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Christopher M. Whitt

Vice Chancellor for Diversity, Equity and Inclusion

Letter  •

Dear DU Community, 

Both in my role as your vice chancellor for diversity, equity and inclusion, and more importantly as a Black man with a voice, I want to take a moment to share some of my thoughts and feelings as we all take in what the guilty verdicts in the Chauvin trial mean. I would also like to direct you to the programming at the bottom of this message where you can join in community discussion. 

At DU, we are a thriving part of global society, and we should embrace our role in pushing for progress in our world as well as right here at home at our university. The fight for recognition and celebration of the full and undeniable humanity of Black people in the United States continues, and we cannot lose sight of that continued struggle against oppression. 

While these guilty verdicts are a step forward, we cannot forget the far too numerous times that there has been no accountability for those who have taken away Black lives. We must recognize the fact that in the recent days and weeks the lives of Black and Brown people have been taken by agents of the state across the country—with some of those victims being children. Far too many more people than George Floyd have been wrongfully taken from their families and from us as a society.  

Seeing one singular moment where a perpetrator is held accountable to a heinous act that we all saw clearly on video cannot wash away the well-earned skepticism of the system that has failed so many too often. Systemic racism is real, and it exists far beyond policing. Unfortunately, it is woven into the fabric of our society, and it will continue to take broad collaborative efforts to eradicate it.  

Our work at DU in diversity, equity, and inclusion is part of the more expansive efforts across our nation where individuals need to work for change within their spheres of influence. The time for action continues to be now. Looking inward at DU and looking out on all that DU influences, we have a prime opportunity to continue making progress right here that will help our nation grow and heal. If we remain diligent in growing and making commitments to stand against systemic racism at home and beyond, we may be able to reckon with our sordid past and keep it from unduly permeating our present and future.  

In these first few weeks at DU, I have been warmly welcomed, and I feel encouraged that we have what it takes to continue working together to grow, to do more and to do better as we face our future. Across our nation, for too long too many have done too little to stop the perpetuation of systemic racism. Anti-Blackness cannot be allowed to continue flourishing as it has for far too many generations. The fact that there are still arguments over such a basic recognition that Black lives do matter shows us the level of insidiousness of anti-Black racism. Mattering is minimal, yet people want to argue against such a simple sentiment.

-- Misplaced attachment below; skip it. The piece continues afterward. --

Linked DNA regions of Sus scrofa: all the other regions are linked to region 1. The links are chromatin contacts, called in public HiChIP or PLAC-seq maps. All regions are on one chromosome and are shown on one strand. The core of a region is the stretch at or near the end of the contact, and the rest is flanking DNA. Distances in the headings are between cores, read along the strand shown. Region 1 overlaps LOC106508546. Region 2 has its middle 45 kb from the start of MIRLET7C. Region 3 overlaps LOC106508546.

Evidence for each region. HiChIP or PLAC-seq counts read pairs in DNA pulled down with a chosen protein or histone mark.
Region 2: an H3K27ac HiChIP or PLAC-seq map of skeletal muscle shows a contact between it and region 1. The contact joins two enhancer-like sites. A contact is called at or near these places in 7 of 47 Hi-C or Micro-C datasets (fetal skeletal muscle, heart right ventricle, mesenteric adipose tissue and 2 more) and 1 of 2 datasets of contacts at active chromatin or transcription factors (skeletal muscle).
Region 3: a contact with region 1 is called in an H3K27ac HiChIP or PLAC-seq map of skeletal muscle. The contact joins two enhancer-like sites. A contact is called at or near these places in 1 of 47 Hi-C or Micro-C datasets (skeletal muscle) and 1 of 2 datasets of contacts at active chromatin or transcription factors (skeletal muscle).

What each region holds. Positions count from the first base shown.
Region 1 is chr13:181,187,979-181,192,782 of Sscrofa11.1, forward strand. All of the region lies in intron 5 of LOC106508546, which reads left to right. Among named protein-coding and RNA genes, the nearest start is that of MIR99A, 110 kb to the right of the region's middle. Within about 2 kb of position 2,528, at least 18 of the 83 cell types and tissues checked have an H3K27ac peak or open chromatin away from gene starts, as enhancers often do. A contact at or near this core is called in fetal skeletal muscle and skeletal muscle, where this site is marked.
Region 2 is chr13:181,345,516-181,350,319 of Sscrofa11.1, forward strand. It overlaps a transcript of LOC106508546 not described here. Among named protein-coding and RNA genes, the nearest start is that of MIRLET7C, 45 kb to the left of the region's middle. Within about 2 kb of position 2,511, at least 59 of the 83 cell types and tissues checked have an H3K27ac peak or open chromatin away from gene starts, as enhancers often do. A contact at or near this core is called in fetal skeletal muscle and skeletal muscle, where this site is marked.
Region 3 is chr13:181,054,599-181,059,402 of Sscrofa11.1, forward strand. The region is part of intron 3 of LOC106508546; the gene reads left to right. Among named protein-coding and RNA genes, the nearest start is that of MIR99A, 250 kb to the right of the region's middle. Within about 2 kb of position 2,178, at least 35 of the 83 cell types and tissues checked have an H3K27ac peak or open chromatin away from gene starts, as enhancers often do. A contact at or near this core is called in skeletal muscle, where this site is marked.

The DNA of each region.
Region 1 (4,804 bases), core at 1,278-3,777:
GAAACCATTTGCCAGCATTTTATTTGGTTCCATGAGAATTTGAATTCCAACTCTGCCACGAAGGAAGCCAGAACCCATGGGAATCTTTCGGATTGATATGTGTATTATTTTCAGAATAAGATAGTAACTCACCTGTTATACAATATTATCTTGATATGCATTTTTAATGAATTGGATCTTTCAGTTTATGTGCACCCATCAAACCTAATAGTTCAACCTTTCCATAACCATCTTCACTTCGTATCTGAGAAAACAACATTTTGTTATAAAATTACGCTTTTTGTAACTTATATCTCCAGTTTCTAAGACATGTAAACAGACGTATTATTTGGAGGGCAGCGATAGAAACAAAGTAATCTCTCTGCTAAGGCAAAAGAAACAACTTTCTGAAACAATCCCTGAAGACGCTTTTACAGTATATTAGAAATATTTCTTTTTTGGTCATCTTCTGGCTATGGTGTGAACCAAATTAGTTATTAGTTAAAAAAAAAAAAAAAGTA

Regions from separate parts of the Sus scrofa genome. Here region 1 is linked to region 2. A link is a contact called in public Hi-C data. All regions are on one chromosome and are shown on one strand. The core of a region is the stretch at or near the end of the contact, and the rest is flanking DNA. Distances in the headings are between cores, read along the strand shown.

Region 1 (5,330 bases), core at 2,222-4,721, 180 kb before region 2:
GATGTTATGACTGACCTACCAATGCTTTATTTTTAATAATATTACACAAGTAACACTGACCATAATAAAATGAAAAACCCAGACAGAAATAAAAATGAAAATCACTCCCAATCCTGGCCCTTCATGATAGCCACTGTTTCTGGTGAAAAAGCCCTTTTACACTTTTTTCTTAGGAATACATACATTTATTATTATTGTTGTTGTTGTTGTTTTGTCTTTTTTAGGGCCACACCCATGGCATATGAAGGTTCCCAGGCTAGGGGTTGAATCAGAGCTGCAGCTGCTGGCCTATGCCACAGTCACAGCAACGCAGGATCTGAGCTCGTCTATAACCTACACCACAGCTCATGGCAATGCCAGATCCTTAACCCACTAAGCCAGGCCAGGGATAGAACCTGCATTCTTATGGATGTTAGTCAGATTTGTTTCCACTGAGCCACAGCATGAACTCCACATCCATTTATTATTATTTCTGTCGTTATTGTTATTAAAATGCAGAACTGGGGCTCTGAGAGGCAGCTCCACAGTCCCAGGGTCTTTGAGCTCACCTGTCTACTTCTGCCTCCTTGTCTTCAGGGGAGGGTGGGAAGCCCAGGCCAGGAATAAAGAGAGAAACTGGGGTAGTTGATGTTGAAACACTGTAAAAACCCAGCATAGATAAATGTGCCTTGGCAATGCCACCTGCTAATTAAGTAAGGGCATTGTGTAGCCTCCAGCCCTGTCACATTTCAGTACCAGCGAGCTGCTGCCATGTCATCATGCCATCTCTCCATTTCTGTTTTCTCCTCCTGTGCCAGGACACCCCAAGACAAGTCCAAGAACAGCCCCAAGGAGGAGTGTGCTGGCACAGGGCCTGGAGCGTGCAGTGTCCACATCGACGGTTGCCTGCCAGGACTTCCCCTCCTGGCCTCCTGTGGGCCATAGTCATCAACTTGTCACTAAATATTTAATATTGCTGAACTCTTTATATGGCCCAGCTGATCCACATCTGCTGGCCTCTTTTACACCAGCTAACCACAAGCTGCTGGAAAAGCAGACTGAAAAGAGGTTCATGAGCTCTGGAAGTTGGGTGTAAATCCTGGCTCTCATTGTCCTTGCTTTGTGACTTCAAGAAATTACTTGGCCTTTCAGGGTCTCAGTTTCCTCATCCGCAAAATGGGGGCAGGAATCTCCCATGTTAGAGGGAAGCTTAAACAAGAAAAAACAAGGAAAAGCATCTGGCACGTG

Conversations about Black trauma are not new. As their parents before them, my parents had to have “the talk” with me as a Black child growing up in this country. My hope is that things will be different for my young sons when they become Black fathers in the future. We can make that renewed hope a reality by doing everything in our power to make a better world by developing in one another the skills and desires to dismantle beliefs in hierarchies of human worth and value.  

Outcomes change when systems change. The witnesses, the activists, the Attorney General in Minnesota and so many other inputs into the system look different and more inclusive of more voices in this Chauvin trial than in the multitude of cases across the history of the United States where justice was not served for Black victims. The tireless work and deep sacrifices made by so many Black people, as well as individuals working alongside them, has not simply provided progress toward equity and justice for Black people but has steadily made a better world for all. That must never be overlooked.  

In solidarity,  

Christopher M. Whitt 

Vice Chancellor for Diversity, Equity and Inclusion 


Join the Conversation

For the most up-to-date information about student events and supports, including virtual programming later today, please visit The Cultural Center and also follow the Center’s social media channels.  

Open Forum Hosted by the Office of Diversity, Equity and Inclusion 

Thursday, April 22, 2021 | Noon 
Join faculty and staff working in diversity, equity and inclusion in conversation about the verdicts. For faculty, staff and students. 

Zoom link and passcode: 429383 


  • Apryl Alexander, professor, Graduate School of Professional Psychology
  • Nashwa Bolling and Effley Brooks, co-leads, Black@DU
  • Alexi Freeman, professor and associate dean of diversity, equity and inclusion, Sturm College of Law
  • Michele Hanna, associate dean for academic affairs, Graduate School of Social Work
  • Andriette Jordan-Fields, Black community experience coordinator
  • Christopher Whitt, vice chancellor for diversity, equity and inclusion